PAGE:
It was the Apostle Paul who said both, “of sinners I am chief” (1 Timothy 1:15) and “I am the very least of all the saints” (Ephesians 3:8). Put together we can say this quite pithily and powerfully, “The chief of sinners and least of saints.” I love word play, and so recently I reversed these in order to make a point on humility, and I said, “I am the least of sinners and the chief of saints…What? Somebody’s gotta have those titles.” It made for some interesting conversations and hopefully caused some introspection into each of our own perceived wonderfulness (Compare Proverbs 20:6).
In my own life it is evident that the Apostle Paul had not considered me when claiming the title, “chief of sinners." Had he done so he would have substituted my name in First Timothy, which would have made for a strangely confusing prophecy for roughly 1940 years, and claimed himself to be lieutenant of sinners.
Todd Friel recently made an amazing point on his television show, Wretched (Episode 663), where he showed two clips of human depravity on display. The first was a woman who proved Romans 1:31, which says the reprobate mind will be astorge, or lacking familial love (a-without storge-familial love), who left her husband and two boys, aged 3 and 5, because she decided she didn’t want to be a mother and they were keeping her back from being the person she wanted to be. The second video was a man who spoke plainly about his pro-abortion beliefs with utter disregard for the babies he was condemning. Friel afterwards asked the question (paraphrased for lack of a direct quote), “If, and I hope this isn’t being blasphemous, if it were up to you to judge, would you save either of those two?” His point was to emphasize the grace of God that even while we were worse in our minds (Colossians 1:21), still sinning (Romans 5:8), and unrepentant (1 John 4:10), God saved us anyways. It was a powerful point, because while all of mankind is patently wicked (Romans 3:10-18), these two were manifestly wicked, and much easier to judge than just looking at the thoughts and intents of men (Compare Genesis 6:5).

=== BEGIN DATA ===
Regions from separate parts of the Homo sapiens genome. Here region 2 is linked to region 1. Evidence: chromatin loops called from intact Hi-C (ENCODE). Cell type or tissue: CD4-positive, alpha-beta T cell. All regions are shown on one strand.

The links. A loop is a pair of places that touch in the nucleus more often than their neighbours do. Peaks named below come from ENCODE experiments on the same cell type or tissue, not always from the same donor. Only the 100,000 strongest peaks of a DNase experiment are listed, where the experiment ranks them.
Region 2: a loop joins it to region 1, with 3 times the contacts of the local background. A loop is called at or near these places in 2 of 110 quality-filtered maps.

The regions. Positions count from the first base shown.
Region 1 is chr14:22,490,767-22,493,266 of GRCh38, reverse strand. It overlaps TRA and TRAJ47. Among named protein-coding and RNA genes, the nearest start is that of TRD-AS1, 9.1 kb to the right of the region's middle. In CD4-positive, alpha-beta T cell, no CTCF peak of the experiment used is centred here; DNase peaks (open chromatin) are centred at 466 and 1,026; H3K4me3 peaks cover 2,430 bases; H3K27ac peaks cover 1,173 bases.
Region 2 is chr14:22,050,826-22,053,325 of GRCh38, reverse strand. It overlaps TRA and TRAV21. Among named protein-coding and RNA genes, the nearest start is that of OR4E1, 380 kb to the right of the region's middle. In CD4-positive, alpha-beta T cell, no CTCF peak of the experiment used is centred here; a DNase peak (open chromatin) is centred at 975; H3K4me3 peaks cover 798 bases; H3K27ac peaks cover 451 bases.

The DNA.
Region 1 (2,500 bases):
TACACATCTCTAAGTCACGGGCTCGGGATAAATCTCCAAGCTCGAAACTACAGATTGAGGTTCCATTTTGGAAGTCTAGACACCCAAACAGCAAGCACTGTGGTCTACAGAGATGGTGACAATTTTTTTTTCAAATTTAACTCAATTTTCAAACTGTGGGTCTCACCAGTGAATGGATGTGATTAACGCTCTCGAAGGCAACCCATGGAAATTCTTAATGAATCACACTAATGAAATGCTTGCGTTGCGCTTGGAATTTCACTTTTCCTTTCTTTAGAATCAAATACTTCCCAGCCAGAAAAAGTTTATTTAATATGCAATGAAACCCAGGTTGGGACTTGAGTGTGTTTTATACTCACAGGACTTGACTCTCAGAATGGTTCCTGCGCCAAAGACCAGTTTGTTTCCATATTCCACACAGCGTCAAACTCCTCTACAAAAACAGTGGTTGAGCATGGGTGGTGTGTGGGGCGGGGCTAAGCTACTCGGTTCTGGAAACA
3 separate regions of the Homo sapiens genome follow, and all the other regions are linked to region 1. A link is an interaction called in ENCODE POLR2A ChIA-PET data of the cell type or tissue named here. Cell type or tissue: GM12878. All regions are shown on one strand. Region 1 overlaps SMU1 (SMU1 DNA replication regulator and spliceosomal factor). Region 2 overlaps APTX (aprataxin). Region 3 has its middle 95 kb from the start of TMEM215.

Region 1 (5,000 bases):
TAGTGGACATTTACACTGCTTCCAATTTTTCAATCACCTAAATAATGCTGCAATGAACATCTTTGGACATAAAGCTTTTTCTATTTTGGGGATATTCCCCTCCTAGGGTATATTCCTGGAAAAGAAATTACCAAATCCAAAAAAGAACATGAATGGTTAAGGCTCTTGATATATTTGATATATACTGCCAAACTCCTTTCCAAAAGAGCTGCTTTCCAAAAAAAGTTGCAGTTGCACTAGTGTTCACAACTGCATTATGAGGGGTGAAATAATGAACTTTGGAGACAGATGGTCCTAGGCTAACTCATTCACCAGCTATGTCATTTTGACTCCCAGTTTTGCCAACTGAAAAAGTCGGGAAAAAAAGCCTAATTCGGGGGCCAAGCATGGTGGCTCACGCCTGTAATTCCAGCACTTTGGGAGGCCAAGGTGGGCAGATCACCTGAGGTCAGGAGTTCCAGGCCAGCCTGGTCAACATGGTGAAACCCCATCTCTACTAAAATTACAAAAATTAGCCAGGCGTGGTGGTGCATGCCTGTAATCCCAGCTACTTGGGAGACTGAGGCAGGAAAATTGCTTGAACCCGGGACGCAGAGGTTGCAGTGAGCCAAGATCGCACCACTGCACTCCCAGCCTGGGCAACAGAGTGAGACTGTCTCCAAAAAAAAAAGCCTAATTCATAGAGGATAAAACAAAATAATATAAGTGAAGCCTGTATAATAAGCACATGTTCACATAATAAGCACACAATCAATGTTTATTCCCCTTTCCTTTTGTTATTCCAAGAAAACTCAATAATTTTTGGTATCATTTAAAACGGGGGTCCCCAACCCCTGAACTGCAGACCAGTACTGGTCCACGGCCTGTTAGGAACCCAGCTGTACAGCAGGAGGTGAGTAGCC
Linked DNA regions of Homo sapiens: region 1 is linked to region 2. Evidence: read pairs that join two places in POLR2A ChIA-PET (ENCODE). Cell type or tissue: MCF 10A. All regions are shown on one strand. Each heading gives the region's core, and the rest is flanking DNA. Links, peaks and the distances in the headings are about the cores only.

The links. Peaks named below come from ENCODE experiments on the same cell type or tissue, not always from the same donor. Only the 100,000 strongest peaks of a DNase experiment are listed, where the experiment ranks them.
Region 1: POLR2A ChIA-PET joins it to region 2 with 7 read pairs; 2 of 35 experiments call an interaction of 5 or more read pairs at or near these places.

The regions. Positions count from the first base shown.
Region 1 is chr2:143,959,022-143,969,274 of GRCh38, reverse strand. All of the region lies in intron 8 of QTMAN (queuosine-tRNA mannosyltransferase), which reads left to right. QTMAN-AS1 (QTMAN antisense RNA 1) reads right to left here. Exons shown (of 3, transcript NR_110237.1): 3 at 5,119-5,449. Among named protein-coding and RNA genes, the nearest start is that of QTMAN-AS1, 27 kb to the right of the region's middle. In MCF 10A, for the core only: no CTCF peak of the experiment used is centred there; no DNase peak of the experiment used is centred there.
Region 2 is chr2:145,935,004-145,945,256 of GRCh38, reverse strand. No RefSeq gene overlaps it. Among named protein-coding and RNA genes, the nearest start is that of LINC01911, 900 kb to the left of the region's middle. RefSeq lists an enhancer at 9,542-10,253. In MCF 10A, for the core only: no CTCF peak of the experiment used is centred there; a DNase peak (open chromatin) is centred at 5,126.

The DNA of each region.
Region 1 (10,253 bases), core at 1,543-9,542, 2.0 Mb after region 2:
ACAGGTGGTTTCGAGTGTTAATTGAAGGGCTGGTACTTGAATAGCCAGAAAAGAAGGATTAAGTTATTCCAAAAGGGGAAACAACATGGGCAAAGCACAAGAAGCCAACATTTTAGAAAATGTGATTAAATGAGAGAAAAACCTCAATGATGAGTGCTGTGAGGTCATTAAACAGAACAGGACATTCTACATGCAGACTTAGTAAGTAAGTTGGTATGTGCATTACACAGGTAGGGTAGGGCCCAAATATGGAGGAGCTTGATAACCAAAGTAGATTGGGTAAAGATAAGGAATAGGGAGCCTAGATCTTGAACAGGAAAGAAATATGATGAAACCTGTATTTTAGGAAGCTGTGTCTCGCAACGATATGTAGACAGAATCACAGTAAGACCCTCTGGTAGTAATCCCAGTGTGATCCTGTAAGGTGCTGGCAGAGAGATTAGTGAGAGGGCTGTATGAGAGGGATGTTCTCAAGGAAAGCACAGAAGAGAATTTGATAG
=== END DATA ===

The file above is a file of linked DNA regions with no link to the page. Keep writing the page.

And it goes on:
It was to this effect that I remembered that I am certainly the least of saints, because though I was never as outwardly sinful as these two, I know that the depravity of my rebellion was deeper than I can even fathom, and I can fathom quite deeply, and it reminded me of the amazing grace that the statement doesn’t end at, “chief of sinners,” but continues into the most glorious of statements, “least of saints” or an alternate translation, “least of those who are sanctified.”
Now how did this happen? How did God the Just pass over our sins so that we can be counted saints, sanctified, declared innocent and spotless from sin, in his sight? It was because the one who truly is the least of sinners, whom was so much the least of sinners that he never committed even a single one; he was always spot on in his righteousness, totally obedient, and totally faithful. It was because of the one who is truly chief of saints, for he prayed such a beautiful prayer, “Father, the hour has come; glorify your Son that the Son may glorify you…for their sake I sanctify myself, that they also may be sanctified in truth” (John 17:1,18). This title belongs to the Christ, the Son of God, Jesus of Nazareth, the Faithful and True Witness, the Saviour of mankind. He did, for the joy that was set before him and for the sake of his Father’s name, endure the cross.
He did so in order to sanctify his greatest enemies, he despised the shame, absorbed their taunts, was afflicted by their violence; and in all of this he would turn them from enemies to friends, sinners to saints, so that while we stand in the knowledge that we are the chief of sinners and least of saints, he grants us to sit with him on this throne, more than conquerors, full heirs of the kingdom. He has proven in the power of his marvelous resurrection that our sins are paid for, his righteousness is ours, and that we are raised with him in the newness of eternal life.
When we look at our sins, knowing that we are completely devoid of any merit, woefully lacking of deserving any favor from God, he gives such a promise, “By this we shall know that we are of the truth and reassure our heart before him; for whenever our heart condemns us, God is greater than our heart, and he knows everything” (1 John 3:19-20). For in Christ Jesus there is no condemnation; while we were the chief of sinners, we have been totally sanctified, each partaking in the perfect sainthood purchased for us by the Nazarene.
In my eyes I am the chiefest of chief sinners, and the very lowest of saints, but in the eyes of God, seen through the righteousness of the Saviour, I am participating in his sinlessness and sanctified even to the heavens. Oh what grace.